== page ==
Um, and so we try to, we've tried to do that here, here, and my agency, again, like I said, personally, I tried to do that too. We're actually doing an event next week. It's a free event. It's, um, we partner with Google because of our relationship there and we do it twice a year. Um, and we'll go skiing. We take our clients and kind of friends skiing, um, on Thursday. And then on Friday we put on a full blown conference and we've got some fantastic speakers. We've got Adam Durfee from BYU. Um, we have, Oh, shoot. I probably shouldn't have started going down the list.

Joe: (07:06)
No, you're not going to forget your had someone or whatever

Luke: (07:11)
He does a lot of customer experience, uh, um, consulting too. Um, we have the CEO of freshly picked. Um, she just spoke at Silicon Silicon slopes. Um, uh, we have, uh, Adam Reeder who is professor of rock. So anyway, point being, it's a free conference and we invite our clients here, we invite, uh, the community, our friends, um, and it's just something we try to kind of give back. Um, and in the end it benefits avalanche too, because because of that framework that I talked about, the brand orbits. And so we do that in different ways too. We do it internally with our own people, try to build them up, try to, uh, educate. We do a lot of learning opportunities and networking opportunities. Um, we're involved in Utah DMC. Um, our director of, uh, PPC just spoke there. Um, and that's something that, uh, our, our company encourages. It's just like, let's get out. Let's if you want to speak somewhere, like we'll support, you, we'll help pay for it. Um, we'll give you design resources to create a nice slideshow. Um, and so, so yeah, there's a lot of, uh, learning opportunities that we try to do within and without avalanche to just build that relationship.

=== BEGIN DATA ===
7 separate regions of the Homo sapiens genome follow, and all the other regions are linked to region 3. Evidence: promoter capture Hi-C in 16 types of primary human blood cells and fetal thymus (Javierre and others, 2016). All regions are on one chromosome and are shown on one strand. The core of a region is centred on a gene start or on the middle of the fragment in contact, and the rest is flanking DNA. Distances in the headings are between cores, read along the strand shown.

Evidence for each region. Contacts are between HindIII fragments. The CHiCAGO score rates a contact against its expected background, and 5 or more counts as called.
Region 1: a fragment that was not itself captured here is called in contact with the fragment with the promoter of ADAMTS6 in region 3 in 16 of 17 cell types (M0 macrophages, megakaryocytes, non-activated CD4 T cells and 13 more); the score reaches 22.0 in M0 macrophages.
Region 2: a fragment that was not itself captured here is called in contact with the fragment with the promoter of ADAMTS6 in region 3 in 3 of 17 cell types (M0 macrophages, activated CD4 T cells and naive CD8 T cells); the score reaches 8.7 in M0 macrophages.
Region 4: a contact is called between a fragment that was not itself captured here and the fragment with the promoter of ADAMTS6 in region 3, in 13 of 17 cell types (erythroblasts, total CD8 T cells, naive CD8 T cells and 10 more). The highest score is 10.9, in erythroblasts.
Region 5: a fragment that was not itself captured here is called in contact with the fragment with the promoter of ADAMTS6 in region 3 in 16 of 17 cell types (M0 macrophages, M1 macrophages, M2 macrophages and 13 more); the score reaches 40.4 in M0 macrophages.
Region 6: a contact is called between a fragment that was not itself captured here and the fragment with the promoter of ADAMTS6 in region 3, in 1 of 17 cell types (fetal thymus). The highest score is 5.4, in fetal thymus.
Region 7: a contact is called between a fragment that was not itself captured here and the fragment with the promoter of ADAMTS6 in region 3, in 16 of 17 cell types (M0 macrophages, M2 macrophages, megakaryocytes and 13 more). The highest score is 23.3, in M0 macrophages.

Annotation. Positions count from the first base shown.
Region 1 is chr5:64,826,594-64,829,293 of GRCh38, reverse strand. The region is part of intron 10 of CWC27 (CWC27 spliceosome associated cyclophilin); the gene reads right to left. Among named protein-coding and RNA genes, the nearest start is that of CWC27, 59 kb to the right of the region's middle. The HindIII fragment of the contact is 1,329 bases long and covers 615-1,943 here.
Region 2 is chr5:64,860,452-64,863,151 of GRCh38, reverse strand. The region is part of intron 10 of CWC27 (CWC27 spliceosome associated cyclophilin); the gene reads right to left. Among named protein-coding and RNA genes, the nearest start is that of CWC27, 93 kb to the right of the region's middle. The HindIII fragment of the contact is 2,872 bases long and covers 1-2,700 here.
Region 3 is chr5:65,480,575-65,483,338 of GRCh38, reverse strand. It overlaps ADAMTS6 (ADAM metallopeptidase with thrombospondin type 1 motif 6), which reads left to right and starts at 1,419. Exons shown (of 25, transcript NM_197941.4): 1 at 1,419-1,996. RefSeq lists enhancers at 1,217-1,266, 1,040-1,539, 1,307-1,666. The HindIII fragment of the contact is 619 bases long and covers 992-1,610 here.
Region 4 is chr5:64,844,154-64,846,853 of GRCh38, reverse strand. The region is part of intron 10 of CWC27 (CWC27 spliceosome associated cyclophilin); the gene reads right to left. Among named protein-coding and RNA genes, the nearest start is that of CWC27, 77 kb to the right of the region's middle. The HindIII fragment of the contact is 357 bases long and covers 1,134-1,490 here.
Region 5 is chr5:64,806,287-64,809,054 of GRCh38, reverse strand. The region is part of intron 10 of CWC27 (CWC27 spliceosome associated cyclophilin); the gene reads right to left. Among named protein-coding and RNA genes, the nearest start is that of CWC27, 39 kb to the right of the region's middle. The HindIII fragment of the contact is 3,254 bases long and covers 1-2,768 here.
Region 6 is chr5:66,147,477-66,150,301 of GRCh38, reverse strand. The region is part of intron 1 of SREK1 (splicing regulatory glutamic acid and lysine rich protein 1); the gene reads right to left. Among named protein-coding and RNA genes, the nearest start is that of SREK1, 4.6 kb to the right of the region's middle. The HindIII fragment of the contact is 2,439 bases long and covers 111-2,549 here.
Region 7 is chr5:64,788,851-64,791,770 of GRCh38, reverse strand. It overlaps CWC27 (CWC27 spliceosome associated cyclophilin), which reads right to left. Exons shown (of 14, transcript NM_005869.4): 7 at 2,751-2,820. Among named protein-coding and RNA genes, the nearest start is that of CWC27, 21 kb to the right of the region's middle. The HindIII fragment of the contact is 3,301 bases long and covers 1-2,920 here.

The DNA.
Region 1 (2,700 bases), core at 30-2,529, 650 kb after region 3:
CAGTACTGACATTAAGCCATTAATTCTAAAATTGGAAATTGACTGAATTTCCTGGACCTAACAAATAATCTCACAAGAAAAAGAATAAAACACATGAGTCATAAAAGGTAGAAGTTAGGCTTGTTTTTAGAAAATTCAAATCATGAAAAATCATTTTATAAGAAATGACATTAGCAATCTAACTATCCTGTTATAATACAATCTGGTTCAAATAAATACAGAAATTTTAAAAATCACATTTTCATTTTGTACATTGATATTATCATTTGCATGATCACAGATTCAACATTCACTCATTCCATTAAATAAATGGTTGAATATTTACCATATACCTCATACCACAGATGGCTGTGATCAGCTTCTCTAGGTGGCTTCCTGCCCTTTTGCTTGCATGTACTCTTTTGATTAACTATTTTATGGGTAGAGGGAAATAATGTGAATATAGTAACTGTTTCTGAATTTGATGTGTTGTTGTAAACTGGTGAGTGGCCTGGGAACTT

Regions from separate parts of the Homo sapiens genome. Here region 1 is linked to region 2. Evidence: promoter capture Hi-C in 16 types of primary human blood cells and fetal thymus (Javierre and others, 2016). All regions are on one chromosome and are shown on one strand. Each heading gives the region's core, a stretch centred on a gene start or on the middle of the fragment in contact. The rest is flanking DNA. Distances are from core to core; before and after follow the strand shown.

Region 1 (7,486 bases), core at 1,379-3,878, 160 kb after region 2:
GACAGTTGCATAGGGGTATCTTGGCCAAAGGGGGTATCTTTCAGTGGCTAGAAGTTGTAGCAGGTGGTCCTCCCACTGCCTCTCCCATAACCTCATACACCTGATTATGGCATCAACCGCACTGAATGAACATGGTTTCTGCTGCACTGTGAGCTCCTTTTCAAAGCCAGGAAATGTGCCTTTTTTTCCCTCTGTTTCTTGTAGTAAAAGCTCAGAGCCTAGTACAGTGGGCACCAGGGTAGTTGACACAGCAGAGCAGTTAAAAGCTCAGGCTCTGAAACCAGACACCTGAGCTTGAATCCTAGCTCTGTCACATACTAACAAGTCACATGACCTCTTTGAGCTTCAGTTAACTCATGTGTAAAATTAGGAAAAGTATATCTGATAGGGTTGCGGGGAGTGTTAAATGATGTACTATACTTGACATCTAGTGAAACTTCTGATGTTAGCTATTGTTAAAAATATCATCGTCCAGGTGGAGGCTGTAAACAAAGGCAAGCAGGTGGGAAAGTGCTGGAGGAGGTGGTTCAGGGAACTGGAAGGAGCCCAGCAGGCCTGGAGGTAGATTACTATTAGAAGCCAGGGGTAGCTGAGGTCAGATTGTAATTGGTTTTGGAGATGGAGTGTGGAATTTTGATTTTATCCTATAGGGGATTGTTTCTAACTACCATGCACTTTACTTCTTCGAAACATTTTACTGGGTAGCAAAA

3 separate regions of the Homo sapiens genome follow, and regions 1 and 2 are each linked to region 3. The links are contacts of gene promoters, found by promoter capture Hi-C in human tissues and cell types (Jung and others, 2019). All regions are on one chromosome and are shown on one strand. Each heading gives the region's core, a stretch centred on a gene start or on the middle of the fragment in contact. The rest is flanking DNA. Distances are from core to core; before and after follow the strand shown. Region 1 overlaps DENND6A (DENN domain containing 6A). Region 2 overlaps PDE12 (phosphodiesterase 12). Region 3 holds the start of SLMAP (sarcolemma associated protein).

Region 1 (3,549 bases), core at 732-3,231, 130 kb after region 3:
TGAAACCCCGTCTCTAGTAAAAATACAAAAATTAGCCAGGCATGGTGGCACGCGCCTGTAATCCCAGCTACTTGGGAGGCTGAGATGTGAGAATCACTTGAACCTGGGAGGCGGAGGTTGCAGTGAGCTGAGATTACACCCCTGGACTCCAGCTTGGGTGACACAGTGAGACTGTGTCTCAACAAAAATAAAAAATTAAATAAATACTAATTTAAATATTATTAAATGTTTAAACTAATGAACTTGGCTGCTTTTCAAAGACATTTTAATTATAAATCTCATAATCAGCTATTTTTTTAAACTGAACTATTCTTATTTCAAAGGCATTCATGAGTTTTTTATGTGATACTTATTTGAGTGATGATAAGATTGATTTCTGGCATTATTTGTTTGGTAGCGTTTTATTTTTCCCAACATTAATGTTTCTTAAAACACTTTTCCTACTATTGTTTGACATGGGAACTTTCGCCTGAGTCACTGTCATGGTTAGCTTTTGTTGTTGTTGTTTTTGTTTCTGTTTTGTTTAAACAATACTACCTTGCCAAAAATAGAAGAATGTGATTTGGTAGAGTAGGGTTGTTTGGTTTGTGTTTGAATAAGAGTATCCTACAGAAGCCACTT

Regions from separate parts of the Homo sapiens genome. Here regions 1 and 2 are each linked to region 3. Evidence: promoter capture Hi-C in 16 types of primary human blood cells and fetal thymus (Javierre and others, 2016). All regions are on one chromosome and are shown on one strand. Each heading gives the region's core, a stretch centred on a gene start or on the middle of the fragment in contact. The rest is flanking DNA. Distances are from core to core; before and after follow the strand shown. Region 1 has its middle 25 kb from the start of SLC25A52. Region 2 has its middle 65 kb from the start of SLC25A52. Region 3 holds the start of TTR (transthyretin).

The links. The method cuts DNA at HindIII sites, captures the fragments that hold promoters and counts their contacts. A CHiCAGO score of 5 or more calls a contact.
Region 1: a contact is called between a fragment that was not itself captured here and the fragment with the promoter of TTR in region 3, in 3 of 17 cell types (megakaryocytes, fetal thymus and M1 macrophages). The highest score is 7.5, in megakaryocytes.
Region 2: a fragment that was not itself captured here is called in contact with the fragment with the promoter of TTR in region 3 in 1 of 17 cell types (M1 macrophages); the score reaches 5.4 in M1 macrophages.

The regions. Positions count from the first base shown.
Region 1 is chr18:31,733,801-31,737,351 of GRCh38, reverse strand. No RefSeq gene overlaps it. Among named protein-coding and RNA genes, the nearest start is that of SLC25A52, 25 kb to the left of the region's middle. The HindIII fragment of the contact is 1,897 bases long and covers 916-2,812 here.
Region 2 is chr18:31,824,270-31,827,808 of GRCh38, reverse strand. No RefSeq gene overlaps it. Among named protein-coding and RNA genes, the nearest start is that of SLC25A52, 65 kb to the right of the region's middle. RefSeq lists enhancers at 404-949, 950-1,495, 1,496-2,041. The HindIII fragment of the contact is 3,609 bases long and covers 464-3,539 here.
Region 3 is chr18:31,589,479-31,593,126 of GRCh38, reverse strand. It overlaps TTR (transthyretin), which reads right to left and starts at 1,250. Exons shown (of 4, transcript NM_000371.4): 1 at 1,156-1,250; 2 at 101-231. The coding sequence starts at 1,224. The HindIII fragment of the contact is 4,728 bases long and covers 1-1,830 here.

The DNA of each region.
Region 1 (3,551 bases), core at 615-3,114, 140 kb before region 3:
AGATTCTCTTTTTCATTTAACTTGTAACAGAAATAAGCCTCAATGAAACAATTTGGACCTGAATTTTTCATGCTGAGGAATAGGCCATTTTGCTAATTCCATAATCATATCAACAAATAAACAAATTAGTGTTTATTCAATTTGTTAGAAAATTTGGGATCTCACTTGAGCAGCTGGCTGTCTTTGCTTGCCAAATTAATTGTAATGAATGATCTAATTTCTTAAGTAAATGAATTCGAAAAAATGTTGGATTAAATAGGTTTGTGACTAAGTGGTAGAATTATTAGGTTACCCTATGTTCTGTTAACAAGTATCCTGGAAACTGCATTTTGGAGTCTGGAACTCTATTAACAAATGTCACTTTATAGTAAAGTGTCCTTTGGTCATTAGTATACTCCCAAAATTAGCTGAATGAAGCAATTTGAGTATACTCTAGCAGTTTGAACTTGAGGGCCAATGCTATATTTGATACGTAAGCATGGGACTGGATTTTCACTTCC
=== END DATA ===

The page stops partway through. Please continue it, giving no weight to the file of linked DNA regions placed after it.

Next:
Joe: (08:22)
That's really cool with, with the kind of building relationships from a, let's say from like acquisition through customers you've had for a decade. What do you feel is kind of the DNA of, of a good customer ?And relationships and kind of building that up, uh, what are kind of like additional things that you try and focus on, um, to make sure that they stay as a customer for a long time?

Luke: (08:50)
Yeah. Yeah. Um, it starts with the people here at, again, going back to the relationships, we try to hire a certain type of person and kind of preach a certain, certain, uh, um, relationship type. Uh, and I would say like the core of that is just caring. Um, it sounds like really funny. Um, it sounds simple, like it's a principle, like there should be something more profound about it, but when you care about the people on the other side, um, it, it really changes the type of work that you do. And it goes from like, okay, I have to check these boxes to, I get to check these boxes. Right. And we still, um, process is a really important part of, uh, of that customer relationship. You have to have that type of framework, but people can sense on the other end, how you're feeling and if you're truly invested in it and if you care, um, and so that, it's like a, it's a soft skill, but it's a, it's an important skill to, to help the team create that relationship, to have that good, a good customer experience. And so, yeah, that's probably, that's probably how I describe it. It's just, uh, it's caring. It's, it's the human side of it. It's, you know, it's more than that. Uh, on the other end, it's not just a business, but it's people, right. And these people have, have jobs they want to do, they have goals, they need to meet, they have stresses, they lose sleep at night. Um, just like we lose sleep at night. And so how do we support them? How do we, how do we kind of see past just the, Hey, this is a, like a paid relationship to no, let's like help each other out. How do we, how do we go above and beyond and so on? Yeah. That's one thing we've done actually is, is rather than call our clients and say, Hey, this is X company, but it's like, no, this is Karen. Um, and, and she is a person and she is, you know, there's more to it than just like a name there of a company and a little thing. It's one of many things that we do, but it kind of helps see past that, Hey, this is just another client that we're working on, but no, it's actually a person on the other end. That's awesome. Yeah. So it's, it's really brought up kind of like a top down, no cultural thing where avalanche is really trying to preach at the top customer experience and that funnels down into the design team and the PPC team, the social team and whoever other resources you're providing to customers.

Joe: (11:09)
Cool. How do you think, you know, we live in a world Of zoom and, uh, social media and, uh, tools like cloud app that can help you? How do those things help enhance the experience of just like a text face interaction?

Luke: (11:20)